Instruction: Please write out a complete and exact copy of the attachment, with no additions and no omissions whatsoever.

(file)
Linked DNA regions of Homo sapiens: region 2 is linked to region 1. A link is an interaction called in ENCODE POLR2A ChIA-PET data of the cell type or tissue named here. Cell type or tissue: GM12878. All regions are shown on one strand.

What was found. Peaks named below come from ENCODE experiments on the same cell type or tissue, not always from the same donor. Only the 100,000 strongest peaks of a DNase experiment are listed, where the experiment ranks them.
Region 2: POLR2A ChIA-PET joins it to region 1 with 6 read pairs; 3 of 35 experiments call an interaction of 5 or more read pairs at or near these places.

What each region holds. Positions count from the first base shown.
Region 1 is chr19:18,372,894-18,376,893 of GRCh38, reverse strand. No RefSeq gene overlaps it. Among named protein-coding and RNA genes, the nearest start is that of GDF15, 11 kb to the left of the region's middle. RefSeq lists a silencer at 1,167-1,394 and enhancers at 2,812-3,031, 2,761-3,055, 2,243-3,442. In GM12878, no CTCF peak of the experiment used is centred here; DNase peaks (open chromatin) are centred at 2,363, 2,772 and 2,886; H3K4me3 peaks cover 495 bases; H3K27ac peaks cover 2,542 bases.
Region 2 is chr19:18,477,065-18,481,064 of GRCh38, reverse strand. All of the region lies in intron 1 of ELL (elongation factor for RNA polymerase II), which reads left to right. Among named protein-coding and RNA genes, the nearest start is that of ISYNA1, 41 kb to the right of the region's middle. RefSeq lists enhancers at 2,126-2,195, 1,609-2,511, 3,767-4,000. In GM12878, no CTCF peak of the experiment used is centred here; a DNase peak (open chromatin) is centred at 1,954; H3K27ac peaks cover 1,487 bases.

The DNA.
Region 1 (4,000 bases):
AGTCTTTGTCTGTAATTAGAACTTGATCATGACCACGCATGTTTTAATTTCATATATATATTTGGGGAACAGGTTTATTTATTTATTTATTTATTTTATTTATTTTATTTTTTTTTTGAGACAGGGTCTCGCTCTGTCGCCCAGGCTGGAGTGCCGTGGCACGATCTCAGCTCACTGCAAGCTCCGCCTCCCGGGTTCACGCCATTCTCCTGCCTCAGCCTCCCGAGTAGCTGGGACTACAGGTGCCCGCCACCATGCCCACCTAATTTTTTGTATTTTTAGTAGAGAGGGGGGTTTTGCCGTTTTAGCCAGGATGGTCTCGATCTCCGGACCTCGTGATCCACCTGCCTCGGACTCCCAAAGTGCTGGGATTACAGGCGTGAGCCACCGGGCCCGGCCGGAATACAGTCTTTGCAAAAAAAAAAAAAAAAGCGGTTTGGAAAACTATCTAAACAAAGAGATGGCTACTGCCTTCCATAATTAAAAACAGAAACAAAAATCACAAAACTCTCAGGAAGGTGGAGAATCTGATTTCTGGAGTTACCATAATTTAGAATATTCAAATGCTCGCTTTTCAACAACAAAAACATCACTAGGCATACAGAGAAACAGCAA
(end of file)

Linked DNA regions of Homo sapiens: region 2 is linked to region 1. A link is an interaction called in ENCODE POLR2A ChIA-PET data of the cell type or tissue named here. Cell type or tissue: GM12878. All regions are shown on one strand.

What was found. Peaks named below come from ENCODE experiments on the same cell type or tissue, not always from the same donor. Only the 100,000 strongest peaks of a DNase experiment are listed, where the experiment ranks them.
Region 2: POLR2A ChIA-PET joins it to region 1 with 6 read pairs; 3 of 35 experiments call an interaction of 5 or more read pairs at or near these places.

What each region holds. Positions count from the first base shown.
Region 1 is chr19:18,372,894-18,376,893 of GRCh38, reverse strand. No RefSeq gene overlaps it. Among named protein-coding and RNA genes, the nearest start is that of GDF15, 11 kb to the left of the region's middle. RefSeq lists a silencer at 1,167-1,394 and enhancers at 2,812-3,031, 2,761-3,055, 2,243-3,442. In GM12878, no CTCF peak of the experiment used is centred here; DNase peaks (open chromatin) are centred at 2,363, 2,772 and 2,886; H3K4me3 peaks cover 495 bases; H3K27ac peaks cover 2,542 bases.
Region 2 is chr19:18,477,065-18,481,064 of GRCh38, reverse strand. All of the region lies in intron 1 of ELL (elongation factor for RNA polymerase II), which reads left to right. Among named protein-coding and RNA genes, the nearest start is that of ISYNA1, 41 kb to the right of the region's middle. RefSeq lists enhancers at 2,126-2,195, 1,609-2,511, 3,767-4,000. In GM12878, no CTCF peak of the experiment used is centred here; a DNase peak (open chromatin) is centred at 1,954; H3K27ac peaks cover 1,487 bases.

The DNA.
Region 1 (4,000 bases):
AGTCTTTGTCTGTAATTAGAACTTGATCATGACCACGCATGTTTTAATTTCATATATATATTTGGGGAACAGGTTTATTTATTTATTTATTTATTTTATTTATTTTATTTTTTTTTTGAGACAGGGTCTCGCTCTGTCGCCCAGGCTGGAGTGCCGTGGCACGATCTCAGCTCACTGCAAGCTCCGCCTCCCGGGTTCACGCCATTCTCCTGCCTCAGCCTCCCGAGTAGCTGGGACTACAGGTGCCCGCCACCATGCCCACCTAATTTTTTGTATTTTTAGTAGAGAGGGGGGTTTTGCCGTTTTAGCCAGGATGGTCTCGATCTCCGGACCTCGTGATCCACCTGCCTCGGACTCCCAAAGTGCTGGGATTACAGGCGTGAGCCACCGGGCCCGGCCGGAATACAGTCTTTGCAAAAAAAAAAAAAAAAGCGGTTTGGAAAACTATCTAAACAAAGAGATGGCTACTGCCTTCCATAATTAAAAACAGAAACAAAAATCACAAAACTCTCAGGAAGGTGGAGAATCTGATTTCTGGAGTTACCATAATTTAGAATATTCAAATGCTCGCTTTTCAACAACAAAAACATCACTAGGCATACAGAGAAACAGCAA